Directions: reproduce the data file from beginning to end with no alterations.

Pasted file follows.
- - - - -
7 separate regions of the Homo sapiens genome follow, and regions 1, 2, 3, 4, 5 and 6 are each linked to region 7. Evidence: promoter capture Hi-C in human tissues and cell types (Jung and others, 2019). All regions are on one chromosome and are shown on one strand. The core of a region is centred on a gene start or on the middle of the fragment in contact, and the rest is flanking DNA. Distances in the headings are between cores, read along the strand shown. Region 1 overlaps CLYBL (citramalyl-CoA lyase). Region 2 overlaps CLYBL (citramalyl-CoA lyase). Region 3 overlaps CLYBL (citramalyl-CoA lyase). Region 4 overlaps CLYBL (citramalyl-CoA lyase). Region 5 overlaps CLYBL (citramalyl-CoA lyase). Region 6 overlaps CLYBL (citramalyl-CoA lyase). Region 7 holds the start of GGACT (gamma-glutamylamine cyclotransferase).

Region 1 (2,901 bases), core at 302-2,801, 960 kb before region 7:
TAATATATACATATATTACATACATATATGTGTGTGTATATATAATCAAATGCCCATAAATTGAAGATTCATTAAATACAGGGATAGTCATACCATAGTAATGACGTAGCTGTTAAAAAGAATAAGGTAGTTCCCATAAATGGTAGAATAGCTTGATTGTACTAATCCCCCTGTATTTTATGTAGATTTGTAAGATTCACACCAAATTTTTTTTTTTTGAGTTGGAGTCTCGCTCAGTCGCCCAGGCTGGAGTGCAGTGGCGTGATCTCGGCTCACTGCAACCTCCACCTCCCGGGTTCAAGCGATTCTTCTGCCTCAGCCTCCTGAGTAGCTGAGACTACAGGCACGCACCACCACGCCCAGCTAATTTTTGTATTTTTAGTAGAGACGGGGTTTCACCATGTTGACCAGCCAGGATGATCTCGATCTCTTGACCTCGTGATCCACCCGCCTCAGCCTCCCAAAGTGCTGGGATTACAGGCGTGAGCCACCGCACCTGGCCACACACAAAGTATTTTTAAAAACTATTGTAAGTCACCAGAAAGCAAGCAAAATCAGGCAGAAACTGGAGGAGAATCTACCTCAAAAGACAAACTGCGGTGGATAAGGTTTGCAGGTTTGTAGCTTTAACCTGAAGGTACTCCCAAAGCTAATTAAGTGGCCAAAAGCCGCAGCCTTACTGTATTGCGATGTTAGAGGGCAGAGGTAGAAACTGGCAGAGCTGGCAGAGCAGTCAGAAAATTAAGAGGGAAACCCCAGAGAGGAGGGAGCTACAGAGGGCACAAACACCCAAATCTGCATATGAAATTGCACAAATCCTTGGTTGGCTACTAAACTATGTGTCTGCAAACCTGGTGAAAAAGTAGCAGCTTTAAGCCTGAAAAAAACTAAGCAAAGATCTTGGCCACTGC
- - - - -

7 separate regions of the Homo sapiens genome follow, and regions 1, 2, 3, 4, 5 and 6 are each linked to region 7. Evidence: promoter capture Hi-C in human tissues and cell types (Jung and others, 2019). All regions are on one chromosome and are shown on one strand. The core of a region is centred on a gene start or on the middle of the fragment in contact, and the rest is flanking DNA. Distances in the headings are between cores, read along the strand shown. Region 1 overlaps CLYBL (citramalyl-CoA lyase). Region 2 overlaps CLYBL (citramalyl-CoA lyase). Region 3 overlaps CLYBL (citramalyl-CoA lyase). Region 4 overlaps CLYBL (citramalyl-CoA lyase). Region 5 overlaps CLYBL (citramalyl-CoA lyase). Region 6 overlaps CLYBL (citramalyl-CoA lyase). Region 7 holds the start of GGACT (gamma-glutamylamine cyclotransferase).

Region 1 (2,901 bases), core at 302-2,801, 960 kb before region 7:
TAATATATACATATATTACATACATATATGTGTGTGTATATATAATCAAATGCCCATAAATTGAAGATTCATTAAATACAGGGATAGTCATACCATAGTAATGACGTAGCTGTTAAAAAGAATAAGGTAGTTCCCATAAATGGTAGAATAGCTTGATTGTACTAATCCCCCTGTATTTTATGTAGATTTGTAAGATTCACACCAAATTTTTTTTTTTTGAGTTGGAGTCTCGCTCAGTCGCCCAGGCTGGAGTGCAGTGGCGTGATCTCGGCTCACTGCAACCTCCACCTCCCGGGTTCAAGCGATTCTTCTGCCTCAGCCTCCTGAGTAGCTGAGACTACAGGCACGCACCACCACGCCCAGCTAATTTTTGTATTTTTAGTAGAGACGGGGTTTCACCATGTTGACCAGCCAGGATGATCTCGATCTCTTGACCTCGTGATCCACCCGCCTCAGCCTCCCAAAGTGCTGGGATTACAGGCGTGAGCCACCGCACCTGGCCACACACAAAGTATTTTTAAAAACTATTGTAAGTCACCAGAAAGCAAGCAAAATCAGGCAGAAACTGGAGGAGAATCTACCTCAAAAGACAAACTGCGGTGGATAAGGTTTGCAGGTTTGTAGCTTTAACCTGAAGGTACTCCCAAAGCTAATTAAGTGGCCAAAAGCCGCAGCCTTACTGTATTGCGATGTTAGAGGGCAGAGGTAGAAACTGGCAGAGCTGGCAGAGCAGTCAGAAAATTAAGAGGGAAACCCCAGAGAGGAGGGAGCTACAGAGGGCACAAACACCCAAATCTGCATATGAAATTGCACAAATCCTTGGTTGGCTACTAAACTATGTGTCTGCAAACCTGGTGAAAAAGTAGCAGCTTTAAGCCTGAAAAAAACTAAGCAAAGATCTTGGCCACTGC